content. In all, we make meaning by aligning with the center.
very practical example that often moves this intellectual notion
to something you can act and reflect involves in situ
learning, too. For instance, if I’m talking to an employee about
some way that he or she happens to act, I can only describe it
abstractly. If later I see the employee has just done that act,
but is relatively unaware of it, I can stop the interaction and
comment on what’s going on and get the person to reflect in
situ on what has just transpired. The conversation is then
anchored in the context that carries most of the meaning. This
kind of concrete conversation is much more likely to lead to a
real change in the person. Presenting context actually enables
the learner (the employee) to move from having an intellectual
event to one that has experiential meaning.
So how, in the work that you’re doing now, does the topic of learning
force the discussion beyond intellectual pursuits to behavior
and how people actually change what they are doing based on what
they know and how they bring meaning to what they do?
Let me deconstruct a couple of ideas from this. We actually separate
very carefully, at least in some of our writings, the difference
between knowing and knowledge. Knowing has to do with knowledge
in action or being in action. The distinction is interesting because
we know a hell of a lot more than we have knowledge.
We know more than we think we knowbecause action
takes place in a context, which, itself, scaffolds or affords
can’t remember how to do a certain thing on my motorcycle if I
haven’t been driving it for the last few weeks, but as soon as
I get on it, it instantly comes back as I start to participate
with it in the world of action. That participation actually evokes
this type of knowing and that’s one aspect of practice of riding—like
in a professional practice. So, knowing, practice, and experience
get much more interwoven in a contextualized way. That’s pretty
One of the troubles we have now, as we go into the e-age, is that
experiential learning is key to meaningful learning. In the virtual
world, the notion of experience becomes stripped away from many
of the social resources of everyday life. That’s one of the reasons
why we think of our book as providing the first steps toward framing
a “social life critique” of the digital age.
in the virtual world, you have information that has a social life
in terms of how it gets kicked around in discussion groups, in
chat rooms, in email, in list servers and so forth. So what we’re
trying to develop in our book goes beyond the concerns of classical
sociology. Our own analytic stance is that things you haven’t
thought of as fostering a social life (such as a book or information)
really do have a social life that provides all kinds of invisible
resources for sense making, whether one is in a physical or virtual
a result, it’s becoming increasingly important to pay attention
to the invisible flow of social experiences around the information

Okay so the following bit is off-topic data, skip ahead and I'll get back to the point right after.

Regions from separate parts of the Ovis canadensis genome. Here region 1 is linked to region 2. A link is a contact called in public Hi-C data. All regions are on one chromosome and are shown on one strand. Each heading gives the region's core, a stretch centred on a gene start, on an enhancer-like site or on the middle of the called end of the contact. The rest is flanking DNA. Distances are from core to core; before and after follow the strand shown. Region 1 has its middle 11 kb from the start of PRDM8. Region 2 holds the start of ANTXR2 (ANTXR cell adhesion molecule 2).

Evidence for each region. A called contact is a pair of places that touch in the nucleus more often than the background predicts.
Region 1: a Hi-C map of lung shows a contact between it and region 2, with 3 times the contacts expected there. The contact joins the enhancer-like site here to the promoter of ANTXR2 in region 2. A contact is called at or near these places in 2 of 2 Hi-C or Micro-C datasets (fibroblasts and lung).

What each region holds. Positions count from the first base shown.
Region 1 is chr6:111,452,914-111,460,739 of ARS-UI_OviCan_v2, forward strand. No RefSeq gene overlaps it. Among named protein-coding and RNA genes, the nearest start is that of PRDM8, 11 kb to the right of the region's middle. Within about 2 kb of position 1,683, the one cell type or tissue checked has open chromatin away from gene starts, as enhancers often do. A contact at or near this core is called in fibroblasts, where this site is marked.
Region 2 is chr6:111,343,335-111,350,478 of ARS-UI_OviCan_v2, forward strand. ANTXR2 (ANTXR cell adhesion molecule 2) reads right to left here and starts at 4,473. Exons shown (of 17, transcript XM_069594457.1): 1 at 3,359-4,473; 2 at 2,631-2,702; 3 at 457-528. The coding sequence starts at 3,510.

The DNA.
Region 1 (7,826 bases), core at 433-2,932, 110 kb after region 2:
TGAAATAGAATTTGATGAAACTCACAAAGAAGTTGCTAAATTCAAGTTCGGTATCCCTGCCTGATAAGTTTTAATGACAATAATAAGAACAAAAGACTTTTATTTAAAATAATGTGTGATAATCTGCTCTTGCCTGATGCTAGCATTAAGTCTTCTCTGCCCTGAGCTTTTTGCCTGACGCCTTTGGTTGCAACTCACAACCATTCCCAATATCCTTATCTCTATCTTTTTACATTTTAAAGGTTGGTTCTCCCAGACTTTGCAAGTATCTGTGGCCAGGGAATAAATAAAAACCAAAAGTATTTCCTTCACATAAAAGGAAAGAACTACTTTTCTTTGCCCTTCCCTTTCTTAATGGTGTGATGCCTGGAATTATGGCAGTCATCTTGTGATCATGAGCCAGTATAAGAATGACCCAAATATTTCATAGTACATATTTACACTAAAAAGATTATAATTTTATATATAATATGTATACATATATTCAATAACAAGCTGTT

and then how it can be reinforced, etc., by the e-age and the
web. This is especially important when moving to the virtual world
because the transformation to the virtual often has unwittingly
removed our access to many of these resources—resources that have
become so second nature to us that we hardly are aware of them.
And when they are removed, we end up feeling frustrated but we
don’t quite know why. Just think about what it is really like
telecommuting from home rather than being in your office, surrounded
by folks, one of whom invariably knows just what you need to know
at that moment to get on with your task.
For a richer explanation of the social life critique, as well
as your overview of learning in theory and in practice, I encourage
people to look at your most recent book, The
Social Life of Information.
we wrap up, most of all, I want to say thank you. Not only has
it been a pleasure to talk with you in real-time, but also you
have really helped in my own personal education over the years.
I’m not sure I would have taken certain roads without your introduction
to topics and attention to matters beyond the common ways.
know it’s interesting. I don’t think of learning as something
that I study. It’s just that if you look at what’s so important,
day in, and day outit’s learning. If we stop
learning, we die. Therefore, what really makes things fun for
almost everyone is the ability to accelerate one’s learning. I’m
very unpopular in certain circles for saying that we are all inveterate
learners, but when we go to school, we get our passion for learning
turned off. I keep hoping we can change schooling to amplify our
innate passion for learning and that we can change the workscape
into becoming a true learningscape. Thank you, too.
Principle that one should pursue the simplest hypothesis. Adoption
of this principle leads to questions about the role of simplicity
in science, however, especially when choosing between hypotheses
that are not equivalent. Also known as the Principle of Parsimony
Seely Brown is the chief scientist of Xerox Corporation. He was
the former director of the Xerox Palo Alto Research Center (PARC).
A major focus of John’s research over the years has been in human
learning and in the creation of knowledge ecologies for creating
radical innovation. He is also co-author of The Social Life of
Information with Paul Duguid. You can visit their web site at
www.slofi.com Marcia Conner
is editor in chief of LiNE Zine and CEO of the Learnativity Alliance.
You can send her email at firstname.lastname@example.org.
Copyright (c) 2000-2004 LiNE Zine (www.linezine.com)